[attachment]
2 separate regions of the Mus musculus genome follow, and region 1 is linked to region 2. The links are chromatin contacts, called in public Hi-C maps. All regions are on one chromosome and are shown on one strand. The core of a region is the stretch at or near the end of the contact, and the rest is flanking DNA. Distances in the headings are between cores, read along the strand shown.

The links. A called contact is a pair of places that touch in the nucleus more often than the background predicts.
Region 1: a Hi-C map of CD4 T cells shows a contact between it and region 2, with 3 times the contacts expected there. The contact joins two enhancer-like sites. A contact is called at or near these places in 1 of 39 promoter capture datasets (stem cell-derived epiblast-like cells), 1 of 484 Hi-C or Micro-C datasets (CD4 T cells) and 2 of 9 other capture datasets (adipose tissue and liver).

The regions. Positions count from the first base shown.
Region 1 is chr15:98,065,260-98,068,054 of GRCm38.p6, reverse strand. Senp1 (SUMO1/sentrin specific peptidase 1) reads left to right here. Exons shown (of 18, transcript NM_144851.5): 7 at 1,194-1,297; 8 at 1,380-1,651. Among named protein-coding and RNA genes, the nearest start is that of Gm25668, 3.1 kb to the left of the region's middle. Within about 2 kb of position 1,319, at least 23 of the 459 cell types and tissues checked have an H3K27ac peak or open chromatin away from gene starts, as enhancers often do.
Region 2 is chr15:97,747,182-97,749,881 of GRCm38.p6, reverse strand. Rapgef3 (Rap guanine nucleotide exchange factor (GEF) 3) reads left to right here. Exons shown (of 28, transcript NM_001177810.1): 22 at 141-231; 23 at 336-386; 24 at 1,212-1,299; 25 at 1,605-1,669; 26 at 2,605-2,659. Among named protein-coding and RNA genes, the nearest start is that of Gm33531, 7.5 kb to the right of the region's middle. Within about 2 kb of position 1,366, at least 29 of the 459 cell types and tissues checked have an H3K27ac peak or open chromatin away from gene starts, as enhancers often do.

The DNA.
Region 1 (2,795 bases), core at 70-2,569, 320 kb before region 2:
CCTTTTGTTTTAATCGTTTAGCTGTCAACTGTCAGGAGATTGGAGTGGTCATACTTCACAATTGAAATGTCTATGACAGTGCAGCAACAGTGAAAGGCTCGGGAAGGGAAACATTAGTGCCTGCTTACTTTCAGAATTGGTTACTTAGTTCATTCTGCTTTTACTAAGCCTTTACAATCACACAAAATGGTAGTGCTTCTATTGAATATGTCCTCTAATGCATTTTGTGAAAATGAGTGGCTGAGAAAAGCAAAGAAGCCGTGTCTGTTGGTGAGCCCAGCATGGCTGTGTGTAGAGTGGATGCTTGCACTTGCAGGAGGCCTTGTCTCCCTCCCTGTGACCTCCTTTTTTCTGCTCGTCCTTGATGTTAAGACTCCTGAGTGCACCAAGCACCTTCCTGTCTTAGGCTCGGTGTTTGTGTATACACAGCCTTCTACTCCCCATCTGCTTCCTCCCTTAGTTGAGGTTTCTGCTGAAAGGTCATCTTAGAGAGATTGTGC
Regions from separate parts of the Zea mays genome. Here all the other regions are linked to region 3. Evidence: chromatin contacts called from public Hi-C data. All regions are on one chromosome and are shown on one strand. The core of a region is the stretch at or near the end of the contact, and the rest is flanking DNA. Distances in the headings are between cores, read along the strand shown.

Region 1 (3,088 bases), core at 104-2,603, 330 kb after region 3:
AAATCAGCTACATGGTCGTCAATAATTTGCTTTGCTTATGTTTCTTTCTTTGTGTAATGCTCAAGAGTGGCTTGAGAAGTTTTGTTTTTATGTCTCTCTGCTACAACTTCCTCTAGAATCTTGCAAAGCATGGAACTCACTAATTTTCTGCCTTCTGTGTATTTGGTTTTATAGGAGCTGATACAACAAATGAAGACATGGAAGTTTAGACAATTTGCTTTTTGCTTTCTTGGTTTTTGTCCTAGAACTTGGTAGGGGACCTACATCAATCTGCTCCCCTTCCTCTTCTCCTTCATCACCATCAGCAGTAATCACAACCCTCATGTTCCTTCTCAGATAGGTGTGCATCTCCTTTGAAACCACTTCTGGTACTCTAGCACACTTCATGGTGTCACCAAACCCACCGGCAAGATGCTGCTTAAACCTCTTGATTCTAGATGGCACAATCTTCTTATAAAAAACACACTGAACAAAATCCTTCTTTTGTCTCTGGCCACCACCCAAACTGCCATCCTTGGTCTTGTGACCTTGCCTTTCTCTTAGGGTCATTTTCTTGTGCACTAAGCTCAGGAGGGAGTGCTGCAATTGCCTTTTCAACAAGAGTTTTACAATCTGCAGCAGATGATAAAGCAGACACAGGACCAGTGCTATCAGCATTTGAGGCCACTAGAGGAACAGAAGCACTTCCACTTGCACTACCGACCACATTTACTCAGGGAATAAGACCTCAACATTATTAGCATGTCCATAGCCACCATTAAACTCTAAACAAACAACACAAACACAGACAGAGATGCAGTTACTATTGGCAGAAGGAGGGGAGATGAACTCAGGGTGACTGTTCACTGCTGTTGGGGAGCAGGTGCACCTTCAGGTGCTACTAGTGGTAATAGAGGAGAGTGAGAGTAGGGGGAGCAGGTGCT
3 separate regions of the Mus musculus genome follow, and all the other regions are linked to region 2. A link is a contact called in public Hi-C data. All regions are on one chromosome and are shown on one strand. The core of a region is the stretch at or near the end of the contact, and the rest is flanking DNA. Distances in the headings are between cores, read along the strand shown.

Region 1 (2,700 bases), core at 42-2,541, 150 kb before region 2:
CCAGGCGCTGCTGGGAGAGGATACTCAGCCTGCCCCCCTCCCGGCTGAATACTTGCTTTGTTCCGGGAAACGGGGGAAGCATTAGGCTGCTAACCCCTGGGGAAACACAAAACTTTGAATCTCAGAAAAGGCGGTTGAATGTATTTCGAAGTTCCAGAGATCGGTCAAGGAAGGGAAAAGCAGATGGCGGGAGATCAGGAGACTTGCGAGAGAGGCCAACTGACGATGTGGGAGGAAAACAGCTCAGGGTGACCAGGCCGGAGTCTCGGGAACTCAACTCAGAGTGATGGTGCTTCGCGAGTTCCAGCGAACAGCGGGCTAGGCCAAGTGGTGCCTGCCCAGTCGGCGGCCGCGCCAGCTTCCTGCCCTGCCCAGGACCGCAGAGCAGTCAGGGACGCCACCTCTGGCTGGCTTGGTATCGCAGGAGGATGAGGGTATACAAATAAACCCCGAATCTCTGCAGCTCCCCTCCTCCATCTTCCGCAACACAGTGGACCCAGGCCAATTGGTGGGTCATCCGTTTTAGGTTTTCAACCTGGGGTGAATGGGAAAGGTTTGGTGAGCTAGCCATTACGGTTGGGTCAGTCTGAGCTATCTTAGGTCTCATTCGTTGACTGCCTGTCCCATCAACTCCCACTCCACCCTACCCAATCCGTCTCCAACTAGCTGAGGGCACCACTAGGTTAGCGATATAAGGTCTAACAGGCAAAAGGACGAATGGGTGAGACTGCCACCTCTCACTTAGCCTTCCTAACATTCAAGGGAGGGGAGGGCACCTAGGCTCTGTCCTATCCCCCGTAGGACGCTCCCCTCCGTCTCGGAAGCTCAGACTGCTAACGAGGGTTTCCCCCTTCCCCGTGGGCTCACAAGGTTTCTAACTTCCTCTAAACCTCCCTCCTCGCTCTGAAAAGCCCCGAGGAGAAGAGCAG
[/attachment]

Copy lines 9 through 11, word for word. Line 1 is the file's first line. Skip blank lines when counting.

CCTTTTGTTTTAATCGTTTAGCTGTCAACTGTCAGGAGATTGGAGTGGTCATACTTCACAATTGAAATGTCTATGACAGTGCAGCAACAGTGAAAGGCTCGGGAAGGGAAACATTAGTGCCTGCTTACTTTCAGAATTGGTTACTTAGTTCATTCTGCTTTTACTAAGCCTTTACAATCACACAAAATGGTAGTGCTTCTATTGAATATGTCCTCTAATGCATTTTGTGAAAATGAGTGGCTGAGAAAAGCAAAGAAGCCGTGTCTGTTGGTGAGCCCAGCATGGCTGTGTGTAGAGTGGATGCTTGCACTTGCAGGAGGCCTTGTCTCCCTCCCTGTGACCTCCTTTTTTCTGCTCGTCCTTGATGTTAAGACTCCTGAGTGCACCAAGCACCTTCCTGTCTTAGGCTCGGTGTTTGTGTATACACAGCCTTCTACTCCCCATCTGCTTCCTCCCTTAGTTGAGGTTTCTGCTGAAAGGTCATCTTAGAGAGATTGTGC
Regions from separate parts of the Zea mays genome. Here all the other regions are linked to region 3. Evidence: chromatin contacts called from public Hi-C data. All regions are on one chromosome and are shown on one strand. The core of a region is the stretch at or near the end of the contact, and the rest is flanking DNA. Distances in the headings are between cores, read along the strand shown.

Region 1 (3,088 bases), core at 104-2,603, 330 kb after region 3: